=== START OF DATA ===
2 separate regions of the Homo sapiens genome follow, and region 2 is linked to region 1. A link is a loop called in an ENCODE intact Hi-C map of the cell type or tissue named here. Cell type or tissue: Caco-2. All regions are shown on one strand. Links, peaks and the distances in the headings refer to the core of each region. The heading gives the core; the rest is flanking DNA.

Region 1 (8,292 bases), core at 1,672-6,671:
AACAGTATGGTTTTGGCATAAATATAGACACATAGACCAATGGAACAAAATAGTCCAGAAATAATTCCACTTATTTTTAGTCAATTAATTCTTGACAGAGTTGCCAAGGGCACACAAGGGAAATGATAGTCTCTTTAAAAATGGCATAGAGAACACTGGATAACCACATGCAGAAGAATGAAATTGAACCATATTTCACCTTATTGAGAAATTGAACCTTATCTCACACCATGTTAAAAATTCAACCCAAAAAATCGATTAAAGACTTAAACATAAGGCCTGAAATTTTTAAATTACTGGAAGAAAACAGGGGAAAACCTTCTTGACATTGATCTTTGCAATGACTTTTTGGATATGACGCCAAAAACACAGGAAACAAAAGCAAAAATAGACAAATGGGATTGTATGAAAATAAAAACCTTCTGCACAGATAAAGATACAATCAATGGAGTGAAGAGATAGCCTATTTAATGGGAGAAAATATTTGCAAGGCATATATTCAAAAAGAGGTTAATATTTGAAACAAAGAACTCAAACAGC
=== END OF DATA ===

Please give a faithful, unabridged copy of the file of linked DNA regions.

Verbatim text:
2 separate regions of the Homo sapiens genome follow, and region 2 is linked to region 1. A link is a loop called in an ENCODE intact Hi-C map of the cell type or tissue named here. Cell type or tissue: Caco-2. All regions are shown on one strand. Links, peaks and the distances in the headings refer to the core of each region. The heading gives the core; the rest is flanking DNA.

Region 1 (8,292 bases), core at 1,672-6,671:
AACAGTATGGTTTTGGCATAAATATAGACACATAGACCAATGGAACAAAATAGTCCAGAAATAATTCCACTTATTTTTAGTCAATTAATTCTTGACAGAGTTGCCAAGGGCACACAAGGGAAATGATAGTCTCTTTAAAAATGGCATAGAGAACACTGGATAACCACATGCAGAAGAATGAAATTGAACCATATTTCACCTTATTGAGAAATTGAACCTTATCTCACACCATGTTAAAAATTCAACCCAAAAAATCGATTAAAGACTTAAACATAAGGCCTGAAATTTTTAAATTACTGGAAGAAAACAGGGGAAAACCTTCTTGACATTGATCTTTGCAATGACTTTTTGGATATGACGCCAAAAACACAGGAAACAAAAGCAAAAATAGACAAATGGGATTGTATGAAAATAAAAACCTTCTGCACAGATAAAGATACAATCAATGGAGTGAAGAGATAGCCTATTTAATGGGAGAAAATATTTGCAAGGCATATATTCAAAAAGAGGTTAATATTTGAAACAAAGAACTCAAACAGC